Since the military takeover in July 2013, there has been a surge in sexual violence perpetrated by the security forces in Egypt, asserts a report released today by FIDH.
|“We were attacked in a raid led by the chief of the Alexandria Criminal Intelligence (Mabahith)… They made us kneel down with our hands behind our heads. Then they took the young women to one side and frisked us with our faces towards the wall, sexually harassing us and insulting us. I tried to remove the hand of one of the Central Security soldiers from my trousers, so then they beat me with their weapons until I could no longer resist.” K., an activist from an Egyptian human rights NGO.|
Such violence is perpetrated on a massive scale by state security forces, making a mockery of government commitments to make combating sexual violence in Egyptian society a priority. Piecemeal and token measures, including partial legislative reforms and the establishment of a unit within the Ministry of Interior dedicated to fighting violence against women, have had little impact on the spread of this epidemic.
The FIDH report shows that such violence is widely tolerated, with perpetrators, whether state actors or civilians, rarely having to answer for their crimes. Since the July 2014 trial of seven men accused of participating in mob-sexual assaults in Tahrir Square during the inauguration of President el-Sisi in June 2014, there have been no further trials for mob sexual violence. As for the security forces, despite complaints, no officers have been tried for crimes of sexual violence.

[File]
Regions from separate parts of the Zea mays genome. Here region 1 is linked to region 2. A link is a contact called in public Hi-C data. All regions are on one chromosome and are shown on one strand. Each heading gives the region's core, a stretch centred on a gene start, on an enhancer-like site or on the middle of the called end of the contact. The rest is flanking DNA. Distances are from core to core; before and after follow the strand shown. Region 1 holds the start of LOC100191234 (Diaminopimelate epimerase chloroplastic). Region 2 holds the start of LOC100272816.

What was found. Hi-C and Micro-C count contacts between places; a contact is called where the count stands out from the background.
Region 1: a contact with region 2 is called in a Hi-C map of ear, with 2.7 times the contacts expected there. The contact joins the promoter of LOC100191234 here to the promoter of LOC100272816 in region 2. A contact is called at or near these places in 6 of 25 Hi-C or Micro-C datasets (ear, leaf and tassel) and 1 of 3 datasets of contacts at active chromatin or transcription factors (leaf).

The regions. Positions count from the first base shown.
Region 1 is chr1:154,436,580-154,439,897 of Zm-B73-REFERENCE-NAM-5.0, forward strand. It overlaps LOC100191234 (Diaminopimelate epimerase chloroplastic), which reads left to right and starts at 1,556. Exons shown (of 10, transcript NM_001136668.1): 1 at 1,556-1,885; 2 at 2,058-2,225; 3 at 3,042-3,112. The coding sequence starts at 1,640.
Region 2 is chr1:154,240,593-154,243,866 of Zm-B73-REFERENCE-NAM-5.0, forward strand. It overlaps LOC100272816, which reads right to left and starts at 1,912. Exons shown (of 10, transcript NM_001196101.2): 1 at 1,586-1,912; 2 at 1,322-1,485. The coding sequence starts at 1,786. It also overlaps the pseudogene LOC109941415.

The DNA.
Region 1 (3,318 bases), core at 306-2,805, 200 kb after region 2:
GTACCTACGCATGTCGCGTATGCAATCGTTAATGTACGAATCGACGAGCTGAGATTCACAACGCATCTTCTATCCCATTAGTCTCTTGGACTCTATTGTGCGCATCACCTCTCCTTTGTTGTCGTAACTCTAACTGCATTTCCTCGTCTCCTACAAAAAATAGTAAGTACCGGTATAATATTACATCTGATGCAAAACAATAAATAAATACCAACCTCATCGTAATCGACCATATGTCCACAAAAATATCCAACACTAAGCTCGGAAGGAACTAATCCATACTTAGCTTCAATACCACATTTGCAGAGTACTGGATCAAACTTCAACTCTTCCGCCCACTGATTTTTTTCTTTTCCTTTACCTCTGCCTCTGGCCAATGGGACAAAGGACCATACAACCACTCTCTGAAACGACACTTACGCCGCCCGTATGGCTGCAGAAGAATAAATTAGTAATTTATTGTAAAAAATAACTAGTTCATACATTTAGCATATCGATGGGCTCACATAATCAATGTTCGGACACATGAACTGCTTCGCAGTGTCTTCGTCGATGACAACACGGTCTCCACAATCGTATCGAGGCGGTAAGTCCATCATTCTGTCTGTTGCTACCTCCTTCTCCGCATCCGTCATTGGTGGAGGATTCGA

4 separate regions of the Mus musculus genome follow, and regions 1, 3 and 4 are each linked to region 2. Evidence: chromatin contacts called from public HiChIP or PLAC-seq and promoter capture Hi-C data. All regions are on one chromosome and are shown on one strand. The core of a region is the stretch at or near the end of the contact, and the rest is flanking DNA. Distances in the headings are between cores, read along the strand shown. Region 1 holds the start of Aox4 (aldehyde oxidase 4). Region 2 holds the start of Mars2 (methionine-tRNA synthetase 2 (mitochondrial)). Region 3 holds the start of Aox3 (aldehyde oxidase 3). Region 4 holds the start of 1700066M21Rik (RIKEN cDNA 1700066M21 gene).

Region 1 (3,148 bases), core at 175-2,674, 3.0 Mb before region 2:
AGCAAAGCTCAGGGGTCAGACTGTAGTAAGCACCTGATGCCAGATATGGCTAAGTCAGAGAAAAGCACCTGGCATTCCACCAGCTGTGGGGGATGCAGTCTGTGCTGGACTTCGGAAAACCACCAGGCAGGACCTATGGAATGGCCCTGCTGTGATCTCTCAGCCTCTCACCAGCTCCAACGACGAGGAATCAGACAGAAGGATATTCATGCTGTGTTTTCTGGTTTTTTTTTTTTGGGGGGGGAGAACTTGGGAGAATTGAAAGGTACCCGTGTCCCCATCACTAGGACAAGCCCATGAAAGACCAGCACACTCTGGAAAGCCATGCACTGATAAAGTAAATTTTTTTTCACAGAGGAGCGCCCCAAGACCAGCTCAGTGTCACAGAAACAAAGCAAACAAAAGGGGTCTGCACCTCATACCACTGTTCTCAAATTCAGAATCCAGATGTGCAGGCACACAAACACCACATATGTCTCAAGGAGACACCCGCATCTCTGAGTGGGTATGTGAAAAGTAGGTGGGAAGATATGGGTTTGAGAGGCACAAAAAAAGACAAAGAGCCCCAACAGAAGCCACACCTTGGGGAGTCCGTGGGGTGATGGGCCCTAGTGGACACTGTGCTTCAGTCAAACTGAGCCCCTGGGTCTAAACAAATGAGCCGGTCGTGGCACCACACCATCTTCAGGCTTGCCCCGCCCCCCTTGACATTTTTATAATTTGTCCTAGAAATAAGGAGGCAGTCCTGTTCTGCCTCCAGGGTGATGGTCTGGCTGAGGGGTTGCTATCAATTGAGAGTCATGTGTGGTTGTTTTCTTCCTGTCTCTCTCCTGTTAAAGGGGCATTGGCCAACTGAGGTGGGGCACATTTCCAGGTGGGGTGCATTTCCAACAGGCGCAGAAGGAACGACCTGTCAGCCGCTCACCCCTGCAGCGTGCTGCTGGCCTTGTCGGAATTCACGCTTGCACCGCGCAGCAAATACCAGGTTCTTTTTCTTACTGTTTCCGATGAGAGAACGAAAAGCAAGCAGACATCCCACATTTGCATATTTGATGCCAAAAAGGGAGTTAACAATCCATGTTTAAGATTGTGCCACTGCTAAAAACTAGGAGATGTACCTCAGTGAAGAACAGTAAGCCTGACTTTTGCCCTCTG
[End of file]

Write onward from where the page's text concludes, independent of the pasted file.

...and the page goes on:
The role of the security forces in perpetrating sexual harassment and assault, including during body searches, security checks and in police stations, constitutes a further deterrent to victims filing complaints. The general climate of impunity fosters and fuels further violence by state actors and civilians.
“The Egyptian government must immediately put an end to these crimes, committed by actors under their direct authority. They must ensure serious investigations into all allegations and the prosecution and punishment of those responsible in accordance with international standards,” said Amina Bouayach, FIDH Secretary General.
While tolerating these crimes, el-Sisi’s regime has also hijacked the fight against sexual violence as a pretext to tighten state security. Since autumn 2013, the government has orchestrated a campaign of repression against LGBT persons. Security forces raided bath houses and detained LGBT persons based on information gathered through internet surveillance and accused them of “debauchery” and
“sexual indecency.” The government justified the arbitrary detention of these individuals, during which many suffered sexual violence, by invoking protection of Egypt’s moral and religious order.
This report supplements information documented in a report published in April 2014 on sexual violence perpetrated against women in the public sphere by civilians, in which FIDH and Egyptian NGOs underlined the State’s failure to effectively investigate and prosecute perpetrators of mob rape, sexual assault and harassment and called for the adoption of ten urgent measures to end violence against women.